What's up with Wiley?

What is the CH-UH City School District’s plan for Wiley?

Wiley opened in 1954 and was used as a middle school for 60 years. In 2015, the district closed Wiley as a middle school and spent approximately $13 million for it to function as a “swing space” during the renovation of the high school.

The cost of the renovations at Wiley included the lease of temporary modular classrooms. All deferred maintenance and code issues were also addressed at that time. When the students moved out of Wiley, the building was in good condition. Yet Wiley has remained empty since the opening of the renovated middle schools in 2018.

The district owns three middle school buildings: Wiley to the east in University Heights, Roxboro (built in 1931) in western Cleveland Heights, and Monticello (built in 1930) in northern Cleveland Heights. Both Roxboro and Monticello received updates after the high school was completed, but the district was required to divert funds from the originally planned full upgrade of all building systems (heating/cooling, electrical, and plumbing) to pay for the necessary upgrades at Wiley, and to address unforeseen conditions related to the high school renovation.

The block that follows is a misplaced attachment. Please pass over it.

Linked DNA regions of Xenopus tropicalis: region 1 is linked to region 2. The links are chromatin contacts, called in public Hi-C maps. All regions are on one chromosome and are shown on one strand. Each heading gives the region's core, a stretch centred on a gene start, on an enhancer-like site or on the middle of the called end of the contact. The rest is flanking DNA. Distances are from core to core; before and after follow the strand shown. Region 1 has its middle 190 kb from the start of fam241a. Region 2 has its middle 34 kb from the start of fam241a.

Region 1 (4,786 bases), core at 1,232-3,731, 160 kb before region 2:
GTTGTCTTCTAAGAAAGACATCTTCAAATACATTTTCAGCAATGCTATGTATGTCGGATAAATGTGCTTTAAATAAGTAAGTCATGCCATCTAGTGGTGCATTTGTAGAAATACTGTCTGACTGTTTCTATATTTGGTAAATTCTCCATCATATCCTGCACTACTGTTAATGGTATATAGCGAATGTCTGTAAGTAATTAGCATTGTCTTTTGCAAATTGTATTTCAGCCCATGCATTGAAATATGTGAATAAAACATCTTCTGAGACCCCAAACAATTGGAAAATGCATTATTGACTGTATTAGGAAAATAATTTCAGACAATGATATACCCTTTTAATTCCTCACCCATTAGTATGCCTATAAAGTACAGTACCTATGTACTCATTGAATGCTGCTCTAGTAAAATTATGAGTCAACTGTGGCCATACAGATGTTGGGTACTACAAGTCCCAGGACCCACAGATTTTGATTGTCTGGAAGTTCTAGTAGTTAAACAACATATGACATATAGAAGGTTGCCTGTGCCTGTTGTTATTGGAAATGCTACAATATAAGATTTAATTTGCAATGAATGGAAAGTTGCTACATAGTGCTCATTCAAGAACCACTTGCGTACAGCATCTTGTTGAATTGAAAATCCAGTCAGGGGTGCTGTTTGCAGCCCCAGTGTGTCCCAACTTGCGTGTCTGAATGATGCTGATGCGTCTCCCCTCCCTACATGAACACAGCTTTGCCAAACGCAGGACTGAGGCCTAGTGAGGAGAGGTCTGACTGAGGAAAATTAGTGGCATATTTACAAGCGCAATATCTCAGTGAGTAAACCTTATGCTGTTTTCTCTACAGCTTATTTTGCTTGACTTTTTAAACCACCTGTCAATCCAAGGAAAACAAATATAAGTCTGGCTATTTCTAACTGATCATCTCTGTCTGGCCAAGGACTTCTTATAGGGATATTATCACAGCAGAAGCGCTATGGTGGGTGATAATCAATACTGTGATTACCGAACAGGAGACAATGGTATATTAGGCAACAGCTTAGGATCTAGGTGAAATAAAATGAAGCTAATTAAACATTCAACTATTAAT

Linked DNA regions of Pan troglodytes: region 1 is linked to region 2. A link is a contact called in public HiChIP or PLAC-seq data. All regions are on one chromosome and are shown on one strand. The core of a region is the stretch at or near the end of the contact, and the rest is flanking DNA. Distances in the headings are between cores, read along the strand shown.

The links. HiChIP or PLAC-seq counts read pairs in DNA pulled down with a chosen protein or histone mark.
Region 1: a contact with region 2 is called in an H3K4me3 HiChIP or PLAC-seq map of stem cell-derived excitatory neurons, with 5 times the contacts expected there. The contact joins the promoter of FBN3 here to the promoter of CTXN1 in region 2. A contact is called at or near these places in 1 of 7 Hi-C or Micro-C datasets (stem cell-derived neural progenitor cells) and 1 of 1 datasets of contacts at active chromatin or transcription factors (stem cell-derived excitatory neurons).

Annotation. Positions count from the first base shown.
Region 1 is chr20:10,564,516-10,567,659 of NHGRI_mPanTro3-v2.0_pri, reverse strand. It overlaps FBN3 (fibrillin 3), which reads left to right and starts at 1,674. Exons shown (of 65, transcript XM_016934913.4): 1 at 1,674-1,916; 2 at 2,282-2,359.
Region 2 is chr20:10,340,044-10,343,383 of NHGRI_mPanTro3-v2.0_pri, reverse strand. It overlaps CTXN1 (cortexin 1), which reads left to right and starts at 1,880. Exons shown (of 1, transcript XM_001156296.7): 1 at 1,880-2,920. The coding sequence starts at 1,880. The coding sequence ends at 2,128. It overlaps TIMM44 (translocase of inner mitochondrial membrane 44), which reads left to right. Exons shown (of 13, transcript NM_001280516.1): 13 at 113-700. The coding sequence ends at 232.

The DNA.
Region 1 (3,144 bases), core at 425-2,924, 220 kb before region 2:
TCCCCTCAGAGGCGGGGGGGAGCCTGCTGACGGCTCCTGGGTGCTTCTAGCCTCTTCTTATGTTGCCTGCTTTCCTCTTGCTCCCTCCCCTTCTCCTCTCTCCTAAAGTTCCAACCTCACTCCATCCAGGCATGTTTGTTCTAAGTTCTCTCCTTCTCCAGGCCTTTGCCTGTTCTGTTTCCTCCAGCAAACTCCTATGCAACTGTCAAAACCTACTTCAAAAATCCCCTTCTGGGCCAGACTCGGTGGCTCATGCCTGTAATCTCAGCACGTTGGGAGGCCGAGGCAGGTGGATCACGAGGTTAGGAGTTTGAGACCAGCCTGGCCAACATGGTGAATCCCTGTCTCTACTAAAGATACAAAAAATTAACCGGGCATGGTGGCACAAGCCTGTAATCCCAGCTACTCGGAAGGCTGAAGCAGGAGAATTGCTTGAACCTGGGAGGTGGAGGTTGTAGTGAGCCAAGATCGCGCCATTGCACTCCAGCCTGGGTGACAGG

Combined, the three middle school buildings have a total of more than 385,000 square feet. Current middle school enrollment is 1,102 students, which equals about 350 square feet per student. The Ohio Facilities Construction Commission’s 2022 Ohio School Design Manual recommends 128–151 square feet per student for middle school buildings. Based on that guideline, the space needed to educate the currently enrolled middle school students is between 141,056 square feet and 166,402 square feet. Wiley, at 147,819 square feet without the modular classrooms, would be sufficient for all middle school students. Monticello and Roxboro’s combined 237,932 square feet is 40% more than state guidelines recommend at the high end.

Rather than continue to maintain an empty Wiley indefinitely, the CH-UH Board of Education needs a plan: either use the building for students again or begin the process of selling the property—a difficult process for schools in Ohio.

The state requires that when a district wants to sell property it must first offer it to private and charter schools at a fair market value before it can do anything else with the property (you can google “OSBA District Property Disposal fact sheet”).

It is unfair to the communities funding the schools for the district to spend money maintaining an empty building when that money could be used to benefit students in the district.

John Janssen

John Janssen is a Heights High alumnus (class of ’84) and chair of the CH-UH Lay Facilities Committee.

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Volume 17, Issue 4, Posted 11:19 AM, 03.28.2024